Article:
Did Korean Chaebol Follow This Advice Given 2.5 YEARS AGO?

Somehow, I Doubt It

Academics Are Now On Board
In Korea, the Samsung Economic Research Institute is probably the most well-know economic think tank. This guest post recently appear on FT’s blog, which suggests that the Yen’s decline has not yet hit Korea. I would totally disagree with this. The disruption is here, the result is global volatility, equity markets are higher than at any point over the past year, the KOSPI is flat at best. On the flip side, there are those that would have borrowed in JPY from Korea, and they will benefit (like plastic surgeons), or real estate investors. To what extent they have benefited is unknown, but it is there.

Easy Path is Over for the Bank of Korea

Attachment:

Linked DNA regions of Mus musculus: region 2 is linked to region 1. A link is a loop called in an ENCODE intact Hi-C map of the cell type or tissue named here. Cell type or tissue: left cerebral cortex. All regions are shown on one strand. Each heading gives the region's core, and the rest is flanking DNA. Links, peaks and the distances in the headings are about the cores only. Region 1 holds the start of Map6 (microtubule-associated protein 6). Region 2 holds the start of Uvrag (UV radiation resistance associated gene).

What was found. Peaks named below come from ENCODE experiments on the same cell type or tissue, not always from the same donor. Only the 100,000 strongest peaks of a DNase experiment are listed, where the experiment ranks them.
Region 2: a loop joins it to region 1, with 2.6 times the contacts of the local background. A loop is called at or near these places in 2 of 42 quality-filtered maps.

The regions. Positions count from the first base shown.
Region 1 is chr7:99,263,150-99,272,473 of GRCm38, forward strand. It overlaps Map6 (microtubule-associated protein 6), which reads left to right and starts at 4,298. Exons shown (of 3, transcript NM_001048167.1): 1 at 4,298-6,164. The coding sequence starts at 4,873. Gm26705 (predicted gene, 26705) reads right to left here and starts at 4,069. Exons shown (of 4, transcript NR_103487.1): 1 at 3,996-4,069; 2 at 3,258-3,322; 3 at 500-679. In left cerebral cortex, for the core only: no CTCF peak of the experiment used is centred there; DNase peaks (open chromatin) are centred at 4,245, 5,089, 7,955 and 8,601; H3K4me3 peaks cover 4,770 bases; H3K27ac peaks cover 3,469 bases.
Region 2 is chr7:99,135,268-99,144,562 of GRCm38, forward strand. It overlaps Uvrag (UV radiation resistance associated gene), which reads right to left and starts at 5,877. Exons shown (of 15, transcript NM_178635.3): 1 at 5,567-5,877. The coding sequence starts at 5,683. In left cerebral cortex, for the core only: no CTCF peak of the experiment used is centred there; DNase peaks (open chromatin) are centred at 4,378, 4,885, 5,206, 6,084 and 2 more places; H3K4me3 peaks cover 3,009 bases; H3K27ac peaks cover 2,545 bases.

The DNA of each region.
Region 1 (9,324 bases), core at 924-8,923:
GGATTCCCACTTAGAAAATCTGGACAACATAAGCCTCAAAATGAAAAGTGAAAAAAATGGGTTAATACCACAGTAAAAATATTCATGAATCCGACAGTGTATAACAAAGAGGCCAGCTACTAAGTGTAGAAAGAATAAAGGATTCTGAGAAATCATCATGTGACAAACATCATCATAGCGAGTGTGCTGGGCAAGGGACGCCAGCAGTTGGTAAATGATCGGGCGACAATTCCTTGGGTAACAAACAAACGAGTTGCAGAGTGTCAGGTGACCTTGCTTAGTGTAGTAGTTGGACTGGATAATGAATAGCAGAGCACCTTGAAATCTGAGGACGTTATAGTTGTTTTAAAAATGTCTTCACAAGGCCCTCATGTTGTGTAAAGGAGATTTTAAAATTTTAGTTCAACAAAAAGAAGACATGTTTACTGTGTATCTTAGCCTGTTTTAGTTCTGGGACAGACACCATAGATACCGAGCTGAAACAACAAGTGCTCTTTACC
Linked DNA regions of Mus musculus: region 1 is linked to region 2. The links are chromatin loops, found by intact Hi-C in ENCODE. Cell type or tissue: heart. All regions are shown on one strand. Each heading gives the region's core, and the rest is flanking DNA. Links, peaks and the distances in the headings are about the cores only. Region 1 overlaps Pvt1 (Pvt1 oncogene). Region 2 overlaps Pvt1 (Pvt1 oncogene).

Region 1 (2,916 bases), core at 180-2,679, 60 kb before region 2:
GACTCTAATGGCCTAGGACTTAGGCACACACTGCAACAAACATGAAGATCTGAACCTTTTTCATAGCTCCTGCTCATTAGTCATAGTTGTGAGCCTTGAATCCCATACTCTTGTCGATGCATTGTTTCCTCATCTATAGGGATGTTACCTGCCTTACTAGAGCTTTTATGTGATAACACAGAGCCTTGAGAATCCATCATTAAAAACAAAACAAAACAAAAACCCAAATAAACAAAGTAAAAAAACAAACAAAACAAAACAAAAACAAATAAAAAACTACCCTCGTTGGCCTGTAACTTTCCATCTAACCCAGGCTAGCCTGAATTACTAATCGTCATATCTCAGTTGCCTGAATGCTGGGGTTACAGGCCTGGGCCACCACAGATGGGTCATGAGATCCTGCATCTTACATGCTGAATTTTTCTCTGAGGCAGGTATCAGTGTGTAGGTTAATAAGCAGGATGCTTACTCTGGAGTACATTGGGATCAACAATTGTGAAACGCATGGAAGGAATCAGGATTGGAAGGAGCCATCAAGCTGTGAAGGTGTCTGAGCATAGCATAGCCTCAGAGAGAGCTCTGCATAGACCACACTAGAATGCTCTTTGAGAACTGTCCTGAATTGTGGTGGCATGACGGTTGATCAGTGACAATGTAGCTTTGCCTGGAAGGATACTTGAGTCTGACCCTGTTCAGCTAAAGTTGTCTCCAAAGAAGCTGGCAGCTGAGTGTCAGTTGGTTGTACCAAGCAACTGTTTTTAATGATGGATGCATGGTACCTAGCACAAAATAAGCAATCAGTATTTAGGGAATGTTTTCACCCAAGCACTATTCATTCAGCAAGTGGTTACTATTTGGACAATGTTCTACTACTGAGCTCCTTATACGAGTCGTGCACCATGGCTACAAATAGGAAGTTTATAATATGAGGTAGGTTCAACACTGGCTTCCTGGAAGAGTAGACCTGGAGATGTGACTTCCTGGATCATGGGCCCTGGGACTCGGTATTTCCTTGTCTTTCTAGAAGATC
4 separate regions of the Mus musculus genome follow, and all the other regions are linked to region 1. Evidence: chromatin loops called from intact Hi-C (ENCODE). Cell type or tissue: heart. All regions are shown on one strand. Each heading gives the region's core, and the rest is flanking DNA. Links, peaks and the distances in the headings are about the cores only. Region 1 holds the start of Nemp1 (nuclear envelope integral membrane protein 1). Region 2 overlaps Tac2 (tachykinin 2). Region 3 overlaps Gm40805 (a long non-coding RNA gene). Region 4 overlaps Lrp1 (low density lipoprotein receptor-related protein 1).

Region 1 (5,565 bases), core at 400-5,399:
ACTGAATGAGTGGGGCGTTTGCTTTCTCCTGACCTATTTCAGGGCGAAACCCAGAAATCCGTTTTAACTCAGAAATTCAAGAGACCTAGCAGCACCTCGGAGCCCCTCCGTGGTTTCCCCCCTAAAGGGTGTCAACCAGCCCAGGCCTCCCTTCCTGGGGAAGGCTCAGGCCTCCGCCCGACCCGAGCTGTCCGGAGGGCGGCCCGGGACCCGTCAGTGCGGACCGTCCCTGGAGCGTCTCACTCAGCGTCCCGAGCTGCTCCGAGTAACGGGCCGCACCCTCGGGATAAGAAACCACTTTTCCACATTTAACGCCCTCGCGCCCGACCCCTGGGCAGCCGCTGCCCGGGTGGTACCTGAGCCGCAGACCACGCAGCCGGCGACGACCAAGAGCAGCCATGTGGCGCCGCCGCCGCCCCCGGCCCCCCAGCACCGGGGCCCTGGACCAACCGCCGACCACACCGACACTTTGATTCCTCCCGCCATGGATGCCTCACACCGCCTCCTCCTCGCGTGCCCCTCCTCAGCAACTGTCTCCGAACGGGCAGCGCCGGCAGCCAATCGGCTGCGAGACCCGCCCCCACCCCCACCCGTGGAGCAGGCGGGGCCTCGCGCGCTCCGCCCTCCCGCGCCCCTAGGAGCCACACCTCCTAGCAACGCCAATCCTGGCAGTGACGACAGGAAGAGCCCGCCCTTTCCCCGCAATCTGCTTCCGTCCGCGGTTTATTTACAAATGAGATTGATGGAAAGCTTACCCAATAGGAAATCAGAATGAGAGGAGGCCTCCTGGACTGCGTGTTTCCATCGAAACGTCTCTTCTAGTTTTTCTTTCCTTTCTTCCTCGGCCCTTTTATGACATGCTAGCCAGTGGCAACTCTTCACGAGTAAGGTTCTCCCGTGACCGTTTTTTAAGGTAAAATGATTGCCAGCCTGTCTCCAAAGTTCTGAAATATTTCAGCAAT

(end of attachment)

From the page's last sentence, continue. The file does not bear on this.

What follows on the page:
The conundrum facing the BOK has now shifted to politics. Economically, the BOK has no choice but to lower interest rates, devaluing the Korean Won, to help boost exports. Period. The rest must take a backseat, if it believes that the chaebol cannot compete on the global stage. Real estate may be helped, although only marginally (this blog has said that this boat has sailed for 3 years, and it has proven to be true). Inflation will rise, and that must be met with much better internal distribution of final goods. There are too many intermediate channels before final products meet Korean consumers, whether this is a computer or a Korean pear. It is highly unlikely that the Japanese will ease up on its current program of weakening the Yen. The Japanese had to wait because the Yen carry trade was too strong during the time of the financial crisis, and this is the first window of opportunity. That doesn’t mean that this will work (you can read the many posts that explain how the Japanese economy is in inexorable, structural decline). The net effect? It is back on the BOK, again. As in the U.S., the Korean president is the face of the nation. As in the U.S., the economy depends almost entirely on the central bank, its posturing, and its policies. That is the world in which we live for the forseeable future. In that sense, Korea has arrived as a true companion to other global economic powers.